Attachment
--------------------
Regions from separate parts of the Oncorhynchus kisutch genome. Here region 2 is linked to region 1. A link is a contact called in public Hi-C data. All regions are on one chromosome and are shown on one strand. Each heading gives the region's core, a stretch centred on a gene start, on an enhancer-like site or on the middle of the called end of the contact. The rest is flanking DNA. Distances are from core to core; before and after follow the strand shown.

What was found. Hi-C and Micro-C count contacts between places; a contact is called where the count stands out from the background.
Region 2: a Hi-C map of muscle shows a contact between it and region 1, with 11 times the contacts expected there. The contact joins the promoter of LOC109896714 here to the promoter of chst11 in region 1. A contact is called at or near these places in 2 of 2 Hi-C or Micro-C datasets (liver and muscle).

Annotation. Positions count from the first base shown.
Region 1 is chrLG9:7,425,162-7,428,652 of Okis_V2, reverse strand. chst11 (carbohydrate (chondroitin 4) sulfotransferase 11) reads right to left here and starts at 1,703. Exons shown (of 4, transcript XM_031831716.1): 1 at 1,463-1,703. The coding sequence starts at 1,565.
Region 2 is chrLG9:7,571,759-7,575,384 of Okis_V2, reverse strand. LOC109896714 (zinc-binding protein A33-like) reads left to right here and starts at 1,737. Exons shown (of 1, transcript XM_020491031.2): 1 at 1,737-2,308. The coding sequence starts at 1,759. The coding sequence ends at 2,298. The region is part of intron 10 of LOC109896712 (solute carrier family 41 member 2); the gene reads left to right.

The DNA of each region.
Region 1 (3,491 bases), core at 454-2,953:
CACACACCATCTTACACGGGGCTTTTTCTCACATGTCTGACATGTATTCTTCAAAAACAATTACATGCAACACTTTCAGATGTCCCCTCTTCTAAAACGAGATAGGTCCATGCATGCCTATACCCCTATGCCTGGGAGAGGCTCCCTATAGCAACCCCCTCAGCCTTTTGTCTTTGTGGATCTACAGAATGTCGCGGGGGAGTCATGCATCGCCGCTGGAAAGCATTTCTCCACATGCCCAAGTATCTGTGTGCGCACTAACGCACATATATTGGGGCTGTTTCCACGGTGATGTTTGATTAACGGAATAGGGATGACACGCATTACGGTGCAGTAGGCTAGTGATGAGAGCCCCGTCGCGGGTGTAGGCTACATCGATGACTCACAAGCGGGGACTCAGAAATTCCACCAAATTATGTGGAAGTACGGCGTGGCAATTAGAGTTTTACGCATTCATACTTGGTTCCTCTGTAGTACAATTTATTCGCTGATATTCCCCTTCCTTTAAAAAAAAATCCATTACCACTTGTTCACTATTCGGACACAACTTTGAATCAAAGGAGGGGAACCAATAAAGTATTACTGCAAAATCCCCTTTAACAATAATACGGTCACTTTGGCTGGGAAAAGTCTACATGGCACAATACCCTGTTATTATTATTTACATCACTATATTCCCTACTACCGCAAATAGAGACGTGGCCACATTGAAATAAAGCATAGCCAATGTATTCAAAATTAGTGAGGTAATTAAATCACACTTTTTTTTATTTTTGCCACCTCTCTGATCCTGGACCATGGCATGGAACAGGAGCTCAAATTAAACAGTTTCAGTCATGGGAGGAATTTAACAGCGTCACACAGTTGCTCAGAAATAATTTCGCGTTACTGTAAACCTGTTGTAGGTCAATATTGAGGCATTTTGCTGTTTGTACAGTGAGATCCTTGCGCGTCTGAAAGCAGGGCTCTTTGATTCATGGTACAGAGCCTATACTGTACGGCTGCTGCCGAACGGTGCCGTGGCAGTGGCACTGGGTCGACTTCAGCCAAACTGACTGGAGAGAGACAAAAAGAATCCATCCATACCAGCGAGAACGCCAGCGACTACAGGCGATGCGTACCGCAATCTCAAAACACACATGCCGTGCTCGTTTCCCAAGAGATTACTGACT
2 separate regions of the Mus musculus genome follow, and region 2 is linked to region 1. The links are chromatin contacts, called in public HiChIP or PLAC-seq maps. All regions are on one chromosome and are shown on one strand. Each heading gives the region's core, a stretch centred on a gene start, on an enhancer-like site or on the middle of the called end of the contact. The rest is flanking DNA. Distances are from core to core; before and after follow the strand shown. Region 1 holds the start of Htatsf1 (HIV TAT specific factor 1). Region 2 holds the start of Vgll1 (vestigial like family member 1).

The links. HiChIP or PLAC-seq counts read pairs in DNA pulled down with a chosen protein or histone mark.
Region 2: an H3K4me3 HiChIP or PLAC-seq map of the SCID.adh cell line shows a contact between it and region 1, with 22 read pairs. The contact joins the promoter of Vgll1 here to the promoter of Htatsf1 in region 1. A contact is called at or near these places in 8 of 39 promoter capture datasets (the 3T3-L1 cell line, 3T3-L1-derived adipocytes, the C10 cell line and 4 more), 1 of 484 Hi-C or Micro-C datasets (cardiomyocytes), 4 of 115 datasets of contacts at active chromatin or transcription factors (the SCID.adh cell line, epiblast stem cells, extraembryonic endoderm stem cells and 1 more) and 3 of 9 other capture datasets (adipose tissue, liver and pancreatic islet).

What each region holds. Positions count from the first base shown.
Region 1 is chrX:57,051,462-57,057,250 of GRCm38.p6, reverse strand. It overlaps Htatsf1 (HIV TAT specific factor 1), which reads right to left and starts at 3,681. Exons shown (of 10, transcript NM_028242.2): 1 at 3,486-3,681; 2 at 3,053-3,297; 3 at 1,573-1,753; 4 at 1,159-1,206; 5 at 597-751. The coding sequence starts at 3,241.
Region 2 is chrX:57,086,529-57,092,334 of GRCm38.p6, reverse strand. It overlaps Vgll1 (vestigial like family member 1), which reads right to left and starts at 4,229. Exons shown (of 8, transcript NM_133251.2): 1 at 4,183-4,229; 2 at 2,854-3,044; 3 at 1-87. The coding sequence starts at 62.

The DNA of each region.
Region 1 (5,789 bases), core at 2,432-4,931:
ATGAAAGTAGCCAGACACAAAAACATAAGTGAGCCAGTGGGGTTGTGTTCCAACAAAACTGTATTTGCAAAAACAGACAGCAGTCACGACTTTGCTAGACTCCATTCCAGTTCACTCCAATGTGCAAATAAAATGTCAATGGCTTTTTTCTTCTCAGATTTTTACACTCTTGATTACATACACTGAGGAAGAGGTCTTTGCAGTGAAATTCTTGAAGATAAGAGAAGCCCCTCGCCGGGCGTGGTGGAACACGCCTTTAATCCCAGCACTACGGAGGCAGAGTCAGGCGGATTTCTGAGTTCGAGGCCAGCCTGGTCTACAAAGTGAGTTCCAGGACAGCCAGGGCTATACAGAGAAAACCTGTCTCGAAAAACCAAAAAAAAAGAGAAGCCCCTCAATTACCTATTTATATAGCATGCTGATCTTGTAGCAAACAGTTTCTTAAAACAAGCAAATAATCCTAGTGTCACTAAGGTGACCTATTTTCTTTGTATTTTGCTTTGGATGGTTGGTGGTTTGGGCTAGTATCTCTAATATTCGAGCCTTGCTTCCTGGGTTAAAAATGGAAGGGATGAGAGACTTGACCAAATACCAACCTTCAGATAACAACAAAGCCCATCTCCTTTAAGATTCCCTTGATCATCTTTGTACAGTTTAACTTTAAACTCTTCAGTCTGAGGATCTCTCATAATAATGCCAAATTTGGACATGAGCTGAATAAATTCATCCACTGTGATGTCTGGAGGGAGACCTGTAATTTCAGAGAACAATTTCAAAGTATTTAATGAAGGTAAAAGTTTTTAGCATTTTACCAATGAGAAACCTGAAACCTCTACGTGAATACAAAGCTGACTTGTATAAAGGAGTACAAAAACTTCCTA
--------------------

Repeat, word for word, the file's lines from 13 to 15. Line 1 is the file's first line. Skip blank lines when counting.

What each region holds. Positions count from the first base shown.
Region 1 is chrX:57,051,462-57,057,250 of GRCm38.p6, reverse strand. It overlaps Htatsf1 (HIV TAT specific factor 1), which reads right to left and starts at 3,681. Exons shown (of 10, transcript NM_028242.2): 1 at 3,486-3,681; 2 at 3,053-3,297; 3 at 1,573-1,753; 4 at 1,159-1,206; 5 at 597-751. The coding sequence starts at 3,241.
Region 2 is chrX:57,086,529-57,092,334 of GRCm38.p6, reverse strand. It overlaps Vgll1 (vestigial like family member 1), which reads right to left and starts at 4,229. Exons shown (of 8, transcript NM_133251.2): 1 at 4,183-4,229; 2 at 2,854-3,044; 3 at 1-87. The coding sequence starts at 62.